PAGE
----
The analyses provided interesting insights into over-indebtedness at a regional level. For example:

  • 32% of adults in the region are indebted and access credit from banks, or other formal or informal sources.
  • 36% of adults are credit literate, which exceeds the percentage of those who are indebted.
  • A quarter of adults in the region are over-indebted. Although this does not seem too much when viewed in isolation, it is worrisome given that only one-third of adults are indebted. It suggests that, on average, 78% of adults that access credit are over-indebted.
  • Informal credit is more popular than either bank credit or other formal credit.
  • Penetration of bank credit is small with only 6% of adults having access to it while 10% have access to credit from other formal institutions and 17% have access to informal credit.

There is the potential to access secured formal credit because 63% of adults own residential property. The analysis of home ownership by rural/urban shows that home ownership is higher in rural areas. However, formal financial institutions are scant in rural areas. This means people in rural areas may not be able to use their properties as collateral to access credit. Also, homes in rural areas usually have no title deeds and thus cannot be used as collateral to borrow money.

… household over-indebtedness adversely affects the overall health of the economy by curtailing aggregate demand, employment and growth.

Drivers of over-indebtedness

Over-indebtedness can be triggered by a combination of supply-side factors, personal characteristics and risk factors. This analysis focused on the personal characteristics of adults – such as credit literacy, number of institutions from which credit was obtained, source of credit, home ownership and socio-demographic characteristics. This is what the analysis found:

  • Credit literacy: Credit literacy is negatively related to over-indebtedness in Mauritius, Mozambique, Swaziland and Zambia, suggesting that credit literacy helps to keep individuals from accumulating debt to the extent that they are unable to pay it back. In Botswana, Madagascar, Malawi South Africa and Tanzania, credit literacy is positively related to over-indebtedness, implying that credit literate individuals are more likely to be over-indebted. This may be attributed to a measurement problem.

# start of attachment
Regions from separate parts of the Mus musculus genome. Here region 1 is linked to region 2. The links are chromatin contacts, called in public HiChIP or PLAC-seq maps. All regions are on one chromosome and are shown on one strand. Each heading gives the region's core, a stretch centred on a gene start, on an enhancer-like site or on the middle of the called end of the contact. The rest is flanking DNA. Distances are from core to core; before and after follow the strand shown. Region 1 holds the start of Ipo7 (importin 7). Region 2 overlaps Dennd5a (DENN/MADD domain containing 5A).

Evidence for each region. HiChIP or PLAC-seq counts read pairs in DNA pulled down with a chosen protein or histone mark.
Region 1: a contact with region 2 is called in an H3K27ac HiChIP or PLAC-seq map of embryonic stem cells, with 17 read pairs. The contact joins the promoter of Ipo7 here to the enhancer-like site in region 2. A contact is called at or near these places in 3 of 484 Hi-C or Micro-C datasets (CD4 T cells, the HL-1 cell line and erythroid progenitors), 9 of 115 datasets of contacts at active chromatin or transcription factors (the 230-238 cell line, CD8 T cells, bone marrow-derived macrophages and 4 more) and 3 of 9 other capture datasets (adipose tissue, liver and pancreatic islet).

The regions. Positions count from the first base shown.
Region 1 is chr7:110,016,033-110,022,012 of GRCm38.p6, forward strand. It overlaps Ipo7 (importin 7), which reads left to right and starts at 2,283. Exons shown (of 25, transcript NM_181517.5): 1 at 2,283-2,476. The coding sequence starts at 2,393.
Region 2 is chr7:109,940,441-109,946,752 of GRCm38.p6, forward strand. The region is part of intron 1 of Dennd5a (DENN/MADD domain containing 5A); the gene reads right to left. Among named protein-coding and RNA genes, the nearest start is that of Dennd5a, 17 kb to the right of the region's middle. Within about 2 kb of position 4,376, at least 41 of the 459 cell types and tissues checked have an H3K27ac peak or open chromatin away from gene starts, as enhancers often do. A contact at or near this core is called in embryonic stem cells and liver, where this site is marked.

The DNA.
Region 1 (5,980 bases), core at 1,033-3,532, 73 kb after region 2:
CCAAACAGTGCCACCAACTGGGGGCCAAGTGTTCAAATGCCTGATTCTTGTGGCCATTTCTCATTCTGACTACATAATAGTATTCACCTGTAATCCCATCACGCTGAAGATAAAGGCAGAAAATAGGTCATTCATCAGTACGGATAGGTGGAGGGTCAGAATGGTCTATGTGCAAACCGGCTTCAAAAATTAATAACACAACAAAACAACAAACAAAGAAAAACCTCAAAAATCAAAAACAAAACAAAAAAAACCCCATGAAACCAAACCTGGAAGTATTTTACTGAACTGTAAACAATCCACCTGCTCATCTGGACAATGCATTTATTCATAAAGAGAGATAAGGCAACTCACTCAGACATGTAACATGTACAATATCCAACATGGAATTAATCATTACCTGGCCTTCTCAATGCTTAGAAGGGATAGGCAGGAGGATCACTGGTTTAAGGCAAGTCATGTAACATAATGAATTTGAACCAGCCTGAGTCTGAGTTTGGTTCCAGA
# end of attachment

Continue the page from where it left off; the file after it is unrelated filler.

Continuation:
• Number of institutions from which credit was obtained: The number of institutions from which credit was obtained is generally related to over-indebtedness, except in Mozambique and Zambia. Individuals who access credit from multiple sources (like banks, non-bank formal institutions and informal institutions), are more likely to experience over- This implies that cross-borrowing may be viewed as a signal to potential over-indebtedness.

Informal credit is more popular than either bank credit or other formal credit.

  • Cross-borrowing: This study’s cross-borrowing measure has a limitation in that it captured borrowing across lenders in the banking, non-bank and informal financial sectors. As a result, cross-borrowing within each sector has not been considered due to data unavailability. Future studies using cross-borrowing within each sector can provide a more accurate picture of its effect on over-indebtedness.
  • Home ownership: This is positively related to over-indebtedness in six out of the ten countries included in the analysis. Ideally, home owners are expected to exhibit better household welfare levels and be less likely to experience over-indebtedness. In an economy with a developed mortgage market, a positive link might suggest high level of indebtedness driven by home loans and the subsequent inability of home owners to repay their outstanding mortgages. However, given that the mortgage markets in many SADC countries are underdeveloped (the mortgage loan to GDP ratio is less than 10% except in South Africa, Mauritius and Namibia), the alternative explanation for the above relationship might be that home owners have a relatively better chance of accessing credit using their property as a collateral compared to non-home owners, and hence they have a higher chance of over-indebtedness.